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2013: a better year with challenges

 

China sold 580,400 heavy-duty trucks through November, down 29.6 percent year-on-year and a negative yearly growth is a foregone conclusion.

The heavy-duty market may be at its lowest point in recent years as analysts believe that 2013 could be a better year.

China is in the middle of its heavy industrialization and the process may end around 2025. As China’s economic development model transforms from light to heavy industries, the country is likely to experience a steady upgrade of its industrial and transportation structures, which will boost sales of heavy-duty trucks.

Demand of construction equipment and vehicles will rise in 2013 thanks to the recovery of local infrastructure construction and real estate projects. According to statistics of China Federation of Logistics & Purchasing, China’s highway freight volume and tonnage mileage have increased 14 and 16 percent, respectively, in the first three quarters of 2012 and will further increase in 2013.

The launch of the State IV emissions standards next July will trigger the demand for State III vehicles in advance and boost sales of heavy-duty trucks in the first half of 2013. Moreover, according to the existing life cycle of vehicles, replacement demand in 2013 will contribute to 5 percent in market growth.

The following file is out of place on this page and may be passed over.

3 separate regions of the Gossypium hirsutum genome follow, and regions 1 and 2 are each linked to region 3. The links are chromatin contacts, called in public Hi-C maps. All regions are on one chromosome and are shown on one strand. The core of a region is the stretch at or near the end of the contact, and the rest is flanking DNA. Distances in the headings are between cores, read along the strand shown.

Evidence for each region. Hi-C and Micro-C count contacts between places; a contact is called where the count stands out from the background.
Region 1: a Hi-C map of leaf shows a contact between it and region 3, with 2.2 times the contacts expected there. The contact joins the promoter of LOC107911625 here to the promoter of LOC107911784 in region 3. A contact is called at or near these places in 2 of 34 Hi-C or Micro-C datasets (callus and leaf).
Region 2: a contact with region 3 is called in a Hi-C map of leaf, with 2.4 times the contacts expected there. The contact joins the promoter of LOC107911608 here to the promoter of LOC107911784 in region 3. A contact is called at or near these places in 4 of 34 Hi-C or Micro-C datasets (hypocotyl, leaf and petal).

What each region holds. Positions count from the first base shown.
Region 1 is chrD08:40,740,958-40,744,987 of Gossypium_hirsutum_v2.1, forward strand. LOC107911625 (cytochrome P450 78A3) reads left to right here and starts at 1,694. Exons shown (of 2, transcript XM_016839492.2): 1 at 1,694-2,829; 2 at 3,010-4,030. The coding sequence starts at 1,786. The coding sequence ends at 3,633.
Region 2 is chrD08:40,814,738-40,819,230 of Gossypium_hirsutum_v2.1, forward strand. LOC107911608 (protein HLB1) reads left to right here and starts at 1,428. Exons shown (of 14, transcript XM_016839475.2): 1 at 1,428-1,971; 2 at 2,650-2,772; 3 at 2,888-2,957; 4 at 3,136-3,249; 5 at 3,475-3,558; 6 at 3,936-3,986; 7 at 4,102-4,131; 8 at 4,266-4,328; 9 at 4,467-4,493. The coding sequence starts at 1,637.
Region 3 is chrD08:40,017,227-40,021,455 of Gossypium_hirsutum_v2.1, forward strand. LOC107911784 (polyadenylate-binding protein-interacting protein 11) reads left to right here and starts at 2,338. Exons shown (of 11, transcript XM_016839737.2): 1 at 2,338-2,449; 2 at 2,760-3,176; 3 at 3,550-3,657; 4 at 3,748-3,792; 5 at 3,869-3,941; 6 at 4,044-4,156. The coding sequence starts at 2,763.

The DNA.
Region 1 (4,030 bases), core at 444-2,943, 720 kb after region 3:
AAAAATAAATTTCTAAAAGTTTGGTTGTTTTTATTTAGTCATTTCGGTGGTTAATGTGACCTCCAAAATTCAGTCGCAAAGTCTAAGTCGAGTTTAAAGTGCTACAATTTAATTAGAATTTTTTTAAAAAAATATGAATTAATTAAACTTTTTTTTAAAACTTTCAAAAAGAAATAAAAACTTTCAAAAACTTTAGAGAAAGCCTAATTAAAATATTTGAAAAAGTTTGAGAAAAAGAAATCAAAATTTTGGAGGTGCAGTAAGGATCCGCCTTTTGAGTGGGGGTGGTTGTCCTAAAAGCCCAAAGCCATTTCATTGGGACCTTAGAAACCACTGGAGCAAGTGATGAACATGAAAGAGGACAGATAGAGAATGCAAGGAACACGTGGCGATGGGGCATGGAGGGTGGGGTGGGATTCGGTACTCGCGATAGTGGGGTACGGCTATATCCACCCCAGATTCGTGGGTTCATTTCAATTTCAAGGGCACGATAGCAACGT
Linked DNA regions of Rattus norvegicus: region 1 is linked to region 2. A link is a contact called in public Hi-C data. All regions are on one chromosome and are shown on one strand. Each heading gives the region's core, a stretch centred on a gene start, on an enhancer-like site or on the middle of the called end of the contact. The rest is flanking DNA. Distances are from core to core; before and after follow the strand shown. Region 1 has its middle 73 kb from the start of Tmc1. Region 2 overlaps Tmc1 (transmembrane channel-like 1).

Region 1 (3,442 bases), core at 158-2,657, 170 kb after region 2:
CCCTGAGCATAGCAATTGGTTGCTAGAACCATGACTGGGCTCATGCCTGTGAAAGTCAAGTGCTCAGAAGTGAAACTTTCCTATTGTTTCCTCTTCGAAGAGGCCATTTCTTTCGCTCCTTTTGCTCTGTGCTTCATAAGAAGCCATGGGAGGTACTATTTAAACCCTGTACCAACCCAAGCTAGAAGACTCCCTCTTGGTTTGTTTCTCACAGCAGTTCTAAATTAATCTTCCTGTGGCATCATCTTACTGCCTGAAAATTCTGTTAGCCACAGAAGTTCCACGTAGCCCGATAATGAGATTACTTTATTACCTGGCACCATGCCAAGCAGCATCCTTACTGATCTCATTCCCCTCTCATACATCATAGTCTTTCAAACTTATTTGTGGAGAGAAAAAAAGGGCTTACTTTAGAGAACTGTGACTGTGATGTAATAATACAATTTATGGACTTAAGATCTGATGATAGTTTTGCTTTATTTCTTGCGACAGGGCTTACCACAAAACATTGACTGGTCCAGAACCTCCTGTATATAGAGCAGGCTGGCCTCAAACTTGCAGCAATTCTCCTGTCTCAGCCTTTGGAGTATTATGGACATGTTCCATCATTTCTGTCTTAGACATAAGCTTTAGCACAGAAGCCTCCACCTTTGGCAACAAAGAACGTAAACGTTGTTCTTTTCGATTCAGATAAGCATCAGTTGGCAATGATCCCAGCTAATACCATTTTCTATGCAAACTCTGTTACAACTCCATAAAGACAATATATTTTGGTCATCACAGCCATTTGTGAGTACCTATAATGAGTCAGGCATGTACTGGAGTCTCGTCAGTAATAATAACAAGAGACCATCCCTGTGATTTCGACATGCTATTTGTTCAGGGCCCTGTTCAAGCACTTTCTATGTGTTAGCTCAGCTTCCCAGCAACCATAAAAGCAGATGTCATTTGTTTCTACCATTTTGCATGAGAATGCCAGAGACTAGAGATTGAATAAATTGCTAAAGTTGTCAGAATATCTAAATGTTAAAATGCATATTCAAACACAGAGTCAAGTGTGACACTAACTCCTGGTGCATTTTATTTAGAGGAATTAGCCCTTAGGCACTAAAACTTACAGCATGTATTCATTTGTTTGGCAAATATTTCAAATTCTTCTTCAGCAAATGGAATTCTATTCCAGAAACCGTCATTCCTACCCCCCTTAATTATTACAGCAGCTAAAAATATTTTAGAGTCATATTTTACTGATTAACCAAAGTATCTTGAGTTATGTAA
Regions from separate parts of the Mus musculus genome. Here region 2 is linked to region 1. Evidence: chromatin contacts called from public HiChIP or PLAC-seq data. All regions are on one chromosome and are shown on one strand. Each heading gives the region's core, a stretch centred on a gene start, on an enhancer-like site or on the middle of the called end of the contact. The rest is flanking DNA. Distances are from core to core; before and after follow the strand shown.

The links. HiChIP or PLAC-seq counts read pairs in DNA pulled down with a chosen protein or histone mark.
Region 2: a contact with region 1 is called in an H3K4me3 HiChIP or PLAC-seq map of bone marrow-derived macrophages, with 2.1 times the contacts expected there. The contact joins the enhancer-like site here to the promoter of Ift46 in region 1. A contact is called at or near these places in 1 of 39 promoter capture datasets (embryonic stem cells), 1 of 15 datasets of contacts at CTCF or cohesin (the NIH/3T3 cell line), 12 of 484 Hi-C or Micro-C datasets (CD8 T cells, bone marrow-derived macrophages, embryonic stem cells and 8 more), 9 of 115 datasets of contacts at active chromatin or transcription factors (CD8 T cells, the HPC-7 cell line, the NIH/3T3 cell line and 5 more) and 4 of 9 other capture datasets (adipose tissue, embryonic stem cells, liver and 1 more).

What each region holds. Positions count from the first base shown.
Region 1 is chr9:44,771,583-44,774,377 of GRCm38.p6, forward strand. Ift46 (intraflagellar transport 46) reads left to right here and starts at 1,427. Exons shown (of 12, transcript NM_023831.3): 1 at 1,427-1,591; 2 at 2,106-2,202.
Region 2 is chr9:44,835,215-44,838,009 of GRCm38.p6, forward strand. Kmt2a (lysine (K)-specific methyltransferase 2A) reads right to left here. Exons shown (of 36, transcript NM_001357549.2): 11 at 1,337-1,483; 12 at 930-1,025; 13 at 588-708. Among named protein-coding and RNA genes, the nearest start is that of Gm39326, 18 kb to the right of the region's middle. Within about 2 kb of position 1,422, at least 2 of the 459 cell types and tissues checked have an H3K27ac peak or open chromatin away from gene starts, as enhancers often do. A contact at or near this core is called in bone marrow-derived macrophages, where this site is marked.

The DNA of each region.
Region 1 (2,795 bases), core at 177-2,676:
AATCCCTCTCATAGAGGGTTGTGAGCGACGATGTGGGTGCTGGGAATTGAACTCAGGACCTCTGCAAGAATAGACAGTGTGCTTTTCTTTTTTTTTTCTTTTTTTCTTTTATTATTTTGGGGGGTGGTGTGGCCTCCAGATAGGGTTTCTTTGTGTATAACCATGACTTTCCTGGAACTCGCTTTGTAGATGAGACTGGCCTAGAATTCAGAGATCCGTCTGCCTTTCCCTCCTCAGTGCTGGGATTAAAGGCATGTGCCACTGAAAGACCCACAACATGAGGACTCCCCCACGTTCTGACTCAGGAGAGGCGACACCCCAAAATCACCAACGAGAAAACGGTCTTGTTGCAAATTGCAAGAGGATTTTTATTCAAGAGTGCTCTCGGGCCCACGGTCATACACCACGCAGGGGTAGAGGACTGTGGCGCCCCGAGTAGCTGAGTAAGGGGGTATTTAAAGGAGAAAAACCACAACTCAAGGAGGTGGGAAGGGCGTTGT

Yao Wei, chief editor of find800.cn, believes heavy-duty truck sales will reach 750,000 in 2013 with an increase of 10 percent. Analyst Yang Zaishun is even more upbeat, predicting that total heavy-duty truck sales in 2013 may reach 850,000 units.

Despite a better outlook in the new year, negative factors still exist. For example, consumers are still waiting to see what policies will be adopted by the country’s new leadership. The level of recovery of infrastructure construction and real estate is still unclear. Truckers and logistics companies are still burdened by unfair taxes, tolls, fees and fines, a deterring factor for market demand.

Last but not the least, the explosive growth in 2009 and 2010 has overdrawn market demand. Despite growth prospects in 2013, manufacturers should be happy even if the market goes up in single digit.

 

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